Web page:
I recall when we bought our first Land Rover Discovery. We were at a Silver Auction in Portland.
My daughter Alexandra was in high school. The Disco had been entered by a local dealer known for the brilliant presentation of his inventory – sometimes referred to as “putting lipstick on a pig.”
It was burgundy metallic with a tan interior. Alex was immediately smitten. Even today, Discos, with their raised rear roofs, reminiscent of an Olds Vista Cruiser, have a unique appearance.
She casually walked up to the consignor and asked, “What’s your reserve on this?”.
His response was, “$5,000.”
“Dad, we can afford this!”
I had never entertained owning a Disco before, had done no research, and was blissfully unaware that buying one was similar to wading into the alligator-infested Okefenokee swamp.
Soon enough we became owners. I hadn’t noticed that the brake-pad warning light was on constantly (my PPI was not very thorough). Nor did I check to see if the sunroofs opened properly. (They didn’t.) The power locks, windows and seat heaters seemed to be on a permanent vacation.
The repair bills began to pile up.
As I learned more about this model, I began to discover that no matter how cheap it was, an unsorted one was no bargain.
I had not yet found out about the Pacific Coast Rover Club and the resident Oregon Rover guru, Doug Shipman and his shop, Ship’s Mechanical.
Alex and her friends loved the Disco. It went to a prom. It got driven off-road.
All the while, like a migratory bird, the Disco kept going from shop to shop.
Each place found new and expensive things to fix.
When I had doubled “my investment” in the Disco, I sold it at No Reserve at another Silver Auction. I think the final price was $3,500.
Since then, I have gotten more Rover savvy. Under Doug’s tutelage, I have owned a Series III ’88, an ’89 Range Rover Classic (last year of the exposed door hinges) and a RHD turbo-diesel Defender 90 that was brought over from England. (Bradley’s favorite accessory on the D90 was the “ladder to nowhere” on the back that let him climb onto the Cheetah roof rack.)
Each rig has enriched my life and taken me to places I would never have gone otherwise.
I recall snapping both rear axles in the 88 and disconnecting the rear drive shaft to drive home in FWD. Alex and I flew to L.A. to buy the RRC over Christmas break from SCMer Jeffrey Stout and tried to stop at every shopping mall on the way home. The front u-joint on the D90 disintegrated on the way to Timberline Lodge. I crawled under it, disconnected the front drive-shaft and continued on my way in RWD mode.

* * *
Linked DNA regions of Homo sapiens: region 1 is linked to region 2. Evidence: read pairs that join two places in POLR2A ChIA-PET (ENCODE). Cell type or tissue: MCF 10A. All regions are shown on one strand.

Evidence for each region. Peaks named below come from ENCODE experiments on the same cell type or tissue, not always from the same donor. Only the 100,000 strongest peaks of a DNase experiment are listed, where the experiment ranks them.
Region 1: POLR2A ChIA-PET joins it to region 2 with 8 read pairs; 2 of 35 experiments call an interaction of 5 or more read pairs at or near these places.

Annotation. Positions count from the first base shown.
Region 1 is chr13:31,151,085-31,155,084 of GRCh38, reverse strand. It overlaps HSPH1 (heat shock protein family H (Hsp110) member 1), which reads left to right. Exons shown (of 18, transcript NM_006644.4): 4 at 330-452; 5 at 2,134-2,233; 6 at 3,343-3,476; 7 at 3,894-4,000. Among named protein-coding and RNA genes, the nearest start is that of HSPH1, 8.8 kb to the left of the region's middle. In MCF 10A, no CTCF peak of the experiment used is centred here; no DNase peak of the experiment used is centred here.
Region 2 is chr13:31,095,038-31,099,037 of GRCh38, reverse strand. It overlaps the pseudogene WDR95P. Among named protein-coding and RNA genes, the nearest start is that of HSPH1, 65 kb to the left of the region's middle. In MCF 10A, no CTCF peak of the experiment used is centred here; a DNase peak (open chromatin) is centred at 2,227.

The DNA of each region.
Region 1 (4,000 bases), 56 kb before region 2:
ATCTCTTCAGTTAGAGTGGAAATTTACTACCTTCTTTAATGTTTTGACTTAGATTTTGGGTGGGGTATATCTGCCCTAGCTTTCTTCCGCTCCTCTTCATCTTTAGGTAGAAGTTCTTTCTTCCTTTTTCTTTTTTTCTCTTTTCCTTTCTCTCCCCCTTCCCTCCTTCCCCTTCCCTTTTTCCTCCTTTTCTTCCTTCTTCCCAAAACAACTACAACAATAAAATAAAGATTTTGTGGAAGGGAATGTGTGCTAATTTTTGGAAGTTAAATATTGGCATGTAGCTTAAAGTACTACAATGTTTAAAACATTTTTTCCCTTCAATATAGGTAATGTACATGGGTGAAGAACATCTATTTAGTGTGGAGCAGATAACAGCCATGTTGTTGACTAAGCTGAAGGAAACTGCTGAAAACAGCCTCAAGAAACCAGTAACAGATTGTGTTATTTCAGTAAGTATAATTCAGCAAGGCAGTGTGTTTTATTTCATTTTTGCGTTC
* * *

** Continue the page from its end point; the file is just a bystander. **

The D90 was kitted out as an off-road beast, with an onboard compressor and a rear air-locker, plus winch. Alex conquered some spectacular trails in the Tillamook Forest in the rig.
But I can no longer clamber into the lifted Defender. I mentioned this to Shipman, and he told me he had a client who wanted to sell her 2001 Disco 2. “It has over 200,000 miles, but I’ve been driving it a lot and it seems sound and reliable. It’s not lifted or modified for intense off-road use.”
Dark green over tan leather, it was remarkably stock. With a little twisting and turning, I was able to get behind the wheel.
Doug quoted me a “friendly price” and the Disco was mine. Given how few miles I put on a car, I expect to get a couple of years of light use out of it without dipping into Bradley’s college fund. But I am also aware that there are no guarantees with a 20-year-old used vehicle. You walk to the edge of the high-dive platform, pinch your nose with your fingers and jump.
I bought it for two reasons. First, I enjoy the Rover Club, with its family-friendly events. Kids and dogs abound on the trail runs. The Disco will let me go on a typical run; the extreme capabilities of the D90 will not be necessary.
More important, the Disco lets me turn an upcoming Thanksgiving journey into a road trip with my son Bradley.
We have been planning to visit our good friends Michael and Ben Cottam in Bend, Oregon. It’s about 160 miles. My favorite route is Highway 26 over Mt. Hood; AWD is required.
Yes, we are being safe. Bradley and I are quarantined, as are the Cottams. We will not be venturing away from his house, and will wear masks when gassing up.
Bradley has never been in a Disco and is looking forward to the adventure. While it won’t offer the same Indiana Jones adventure of the more primitive D90, it is still a wildly different experience than riding in a regular car.
And after all, isn’t creating “outside-the-box” experiences what owning old cars is all about? If we drove across Mt. Hood in a modern lookalike SUV, we would just be going from point A to point G. In the Disco, with the spectre of it “failing to proceed” lurking in the dark recesses of our minds, we will be on an adventure.
I’m having Doug put a “ladder to nowhere” on the Disco, which Bradley thinks makes it the perfect rig. Would that all our fantasies could be satisfied so easily and inexpensively.
Another father-son road trip is just around the corner.